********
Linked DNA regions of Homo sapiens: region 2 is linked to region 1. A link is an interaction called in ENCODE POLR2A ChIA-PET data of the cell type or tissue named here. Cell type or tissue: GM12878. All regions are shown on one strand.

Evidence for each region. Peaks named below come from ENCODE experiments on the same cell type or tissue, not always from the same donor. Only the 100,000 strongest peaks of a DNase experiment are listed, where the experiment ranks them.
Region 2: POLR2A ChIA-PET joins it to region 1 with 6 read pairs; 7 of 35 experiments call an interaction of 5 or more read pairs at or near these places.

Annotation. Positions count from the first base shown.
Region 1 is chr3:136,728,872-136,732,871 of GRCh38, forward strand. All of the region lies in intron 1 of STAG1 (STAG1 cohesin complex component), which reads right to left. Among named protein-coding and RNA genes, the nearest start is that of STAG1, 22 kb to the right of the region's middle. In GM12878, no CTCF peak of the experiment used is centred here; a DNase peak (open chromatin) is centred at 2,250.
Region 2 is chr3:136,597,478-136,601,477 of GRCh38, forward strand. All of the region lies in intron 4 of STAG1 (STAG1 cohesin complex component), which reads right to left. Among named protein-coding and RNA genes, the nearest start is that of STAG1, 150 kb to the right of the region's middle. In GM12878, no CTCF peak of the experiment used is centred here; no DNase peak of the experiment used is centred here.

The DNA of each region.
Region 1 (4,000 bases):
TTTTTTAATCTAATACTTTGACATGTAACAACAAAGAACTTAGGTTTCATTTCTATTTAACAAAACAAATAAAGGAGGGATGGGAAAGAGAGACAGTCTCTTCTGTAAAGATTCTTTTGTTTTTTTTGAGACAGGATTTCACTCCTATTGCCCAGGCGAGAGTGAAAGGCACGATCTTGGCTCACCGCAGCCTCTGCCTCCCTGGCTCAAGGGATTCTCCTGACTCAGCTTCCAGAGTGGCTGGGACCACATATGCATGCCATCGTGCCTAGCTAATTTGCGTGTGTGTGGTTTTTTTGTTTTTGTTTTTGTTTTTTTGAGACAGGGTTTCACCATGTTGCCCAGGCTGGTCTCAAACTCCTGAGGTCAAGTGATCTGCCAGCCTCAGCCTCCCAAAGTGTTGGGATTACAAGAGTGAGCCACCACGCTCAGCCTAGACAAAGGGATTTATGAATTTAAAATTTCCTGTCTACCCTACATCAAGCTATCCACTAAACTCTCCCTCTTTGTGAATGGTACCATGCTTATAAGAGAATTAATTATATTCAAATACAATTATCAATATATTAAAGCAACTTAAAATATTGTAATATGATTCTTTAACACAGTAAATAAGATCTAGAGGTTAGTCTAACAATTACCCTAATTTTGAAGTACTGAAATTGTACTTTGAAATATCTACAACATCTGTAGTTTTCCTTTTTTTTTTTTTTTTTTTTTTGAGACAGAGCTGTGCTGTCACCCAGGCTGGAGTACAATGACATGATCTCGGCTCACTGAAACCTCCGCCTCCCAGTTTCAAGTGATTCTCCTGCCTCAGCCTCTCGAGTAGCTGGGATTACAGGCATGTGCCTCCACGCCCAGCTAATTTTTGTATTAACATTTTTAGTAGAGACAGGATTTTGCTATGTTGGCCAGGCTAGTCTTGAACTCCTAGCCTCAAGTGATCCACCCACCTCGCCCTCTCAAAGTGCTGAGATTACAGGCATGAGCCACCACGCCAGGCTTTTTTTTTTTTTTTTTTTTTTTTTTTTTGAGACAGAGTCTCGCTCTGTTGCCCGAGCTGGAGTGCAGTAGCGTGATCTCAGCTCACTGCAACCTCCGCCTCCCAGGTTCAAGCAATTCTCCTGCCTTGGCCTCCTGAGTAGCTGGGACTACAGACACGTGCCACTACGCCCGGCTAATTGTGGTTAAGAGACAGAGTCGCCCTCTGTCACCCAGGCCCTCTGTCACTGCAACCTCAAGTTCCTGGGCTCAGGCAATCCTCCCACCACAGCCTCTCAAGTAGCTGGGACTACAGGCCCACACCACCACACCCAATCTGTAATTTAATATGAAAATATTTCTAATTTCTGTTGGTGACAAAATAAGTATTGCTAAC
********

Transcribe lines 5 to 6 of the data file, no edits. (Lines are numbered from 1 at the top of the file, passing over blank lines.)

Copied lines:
Region 1 is chr3:136,728,872-136,732,871 of GRCh38, forward strand. All of the region lies in intron 1 of STAG1 (STAG1 cohesin complex component), which reads right to left. Among named protein-coding and RNA genes, the nearest start is that of STAG1, 22 kb to the right of the region's middle. In GM12878, no CTCF peak of the experiment used is centred here; a DNase peak (open chromatin) is centred at 2,250.
Region 2 is chr3:136,597,478-136,601,477 of GRCh38, forward strand. All of the region lies in intron 4 of STAG1 (STAG1 cohesin complex component), which reads right to left. Among named protein-coding and RNA genes, the nearest start is that of STAG1, 150 kb to the right of the region's middle. In GM12878, no CTCF peak of the experiment used is centred here; no DNase peak of the experiment used is centred here.